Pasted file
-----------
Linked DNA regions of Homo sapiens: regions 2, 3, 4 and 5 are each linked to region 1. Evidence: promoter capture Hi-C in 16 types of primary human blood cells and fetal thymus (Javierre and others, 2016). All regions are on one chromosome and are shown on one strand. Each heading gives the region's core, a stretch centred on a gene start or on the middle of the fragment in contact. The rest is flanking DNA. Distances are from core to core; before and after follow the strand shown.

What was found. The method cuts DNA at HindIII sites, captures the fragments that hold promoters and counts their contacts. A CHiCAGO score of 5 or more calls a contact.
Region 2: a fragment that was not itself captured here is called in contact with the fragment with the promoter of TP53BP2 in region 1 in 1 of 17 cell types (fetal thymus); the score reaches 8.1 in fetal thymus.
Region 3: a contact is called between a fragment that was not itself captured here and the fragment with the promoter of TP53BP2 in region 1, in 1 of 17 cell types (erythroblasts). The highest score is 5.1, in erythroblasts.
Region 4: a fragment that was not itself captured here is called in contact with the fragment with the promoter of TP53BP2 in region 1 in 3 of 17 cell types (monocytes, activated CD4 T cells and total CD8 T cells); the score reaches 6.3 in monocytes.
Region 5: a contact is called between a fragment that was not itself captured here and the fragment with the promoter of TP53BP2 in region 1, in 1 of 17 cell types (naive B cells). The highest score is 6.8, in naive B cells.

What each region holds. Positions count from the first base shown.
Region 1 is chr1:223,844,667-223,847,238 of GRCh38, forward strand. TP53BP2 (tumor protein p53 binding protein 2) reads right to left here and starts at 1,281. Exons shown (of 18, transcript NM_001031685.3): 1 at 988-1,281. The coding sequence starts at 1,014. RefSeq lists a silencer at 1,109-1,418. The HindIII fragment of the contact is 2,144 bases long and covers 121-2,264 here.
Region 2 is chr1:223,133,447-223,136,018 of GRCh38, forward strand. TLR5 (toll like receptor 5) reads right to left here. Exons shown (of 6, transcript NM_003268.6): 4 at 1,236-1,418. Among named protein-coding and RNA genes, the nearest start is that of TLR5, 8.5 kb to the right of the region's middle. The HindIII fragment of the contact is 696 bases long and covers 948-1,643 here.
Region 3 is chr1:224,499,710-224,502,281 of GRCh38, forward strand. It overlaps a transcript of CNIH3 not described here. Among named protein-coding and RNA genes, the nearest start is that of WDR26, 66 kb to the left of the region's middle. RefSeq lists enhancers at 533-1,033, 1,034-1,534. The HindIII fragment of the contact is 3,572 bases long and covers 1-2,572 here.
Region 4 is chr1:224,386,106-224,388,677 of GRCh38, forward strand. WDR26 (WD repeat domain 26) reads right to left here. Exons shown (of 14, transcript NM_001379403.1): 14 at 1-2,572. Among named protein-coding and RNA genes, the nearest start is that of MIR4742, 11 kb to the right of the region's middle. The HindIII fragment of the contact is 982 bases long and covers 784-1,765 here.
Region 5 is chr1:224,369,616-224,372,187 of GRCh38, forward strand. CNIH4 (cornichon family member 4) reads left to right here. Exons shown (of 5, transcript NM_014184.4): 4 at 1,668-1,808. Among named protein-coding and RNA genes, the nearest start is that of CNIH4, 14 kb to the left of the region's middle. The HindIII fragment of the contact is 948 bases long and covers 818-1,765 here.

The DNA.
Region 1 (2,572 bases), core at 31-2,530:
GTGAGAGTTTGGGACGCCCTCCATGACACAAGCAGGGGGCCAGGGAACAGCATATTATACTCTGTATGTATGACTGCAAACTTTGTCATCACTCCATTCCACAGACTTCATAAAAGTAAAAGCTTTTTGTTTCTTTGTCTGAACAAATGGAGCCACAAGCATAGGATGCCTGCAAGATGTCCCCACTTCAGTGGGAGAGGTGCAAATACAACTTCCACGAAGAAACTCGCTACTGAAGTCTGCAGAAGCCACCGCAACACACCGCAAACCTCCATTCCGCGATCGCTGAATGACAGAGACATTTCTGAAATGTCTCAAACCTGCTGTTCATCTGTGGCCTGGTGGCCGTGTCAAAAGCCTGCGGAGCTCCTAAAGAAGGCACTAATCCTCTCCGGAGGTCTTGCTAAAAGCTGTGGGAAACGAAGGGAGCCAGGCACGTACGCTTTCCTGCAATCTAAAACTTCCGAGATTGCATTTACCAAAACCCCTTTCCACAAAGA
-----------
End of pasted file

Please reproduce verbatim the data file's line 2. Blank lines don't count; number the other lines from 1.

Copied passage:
What was found. The method cuts DNA at HindIII sites, captures the fragments that hold promoters and counts their contacts. A CHiCAGO score of 5 or more calls a contact.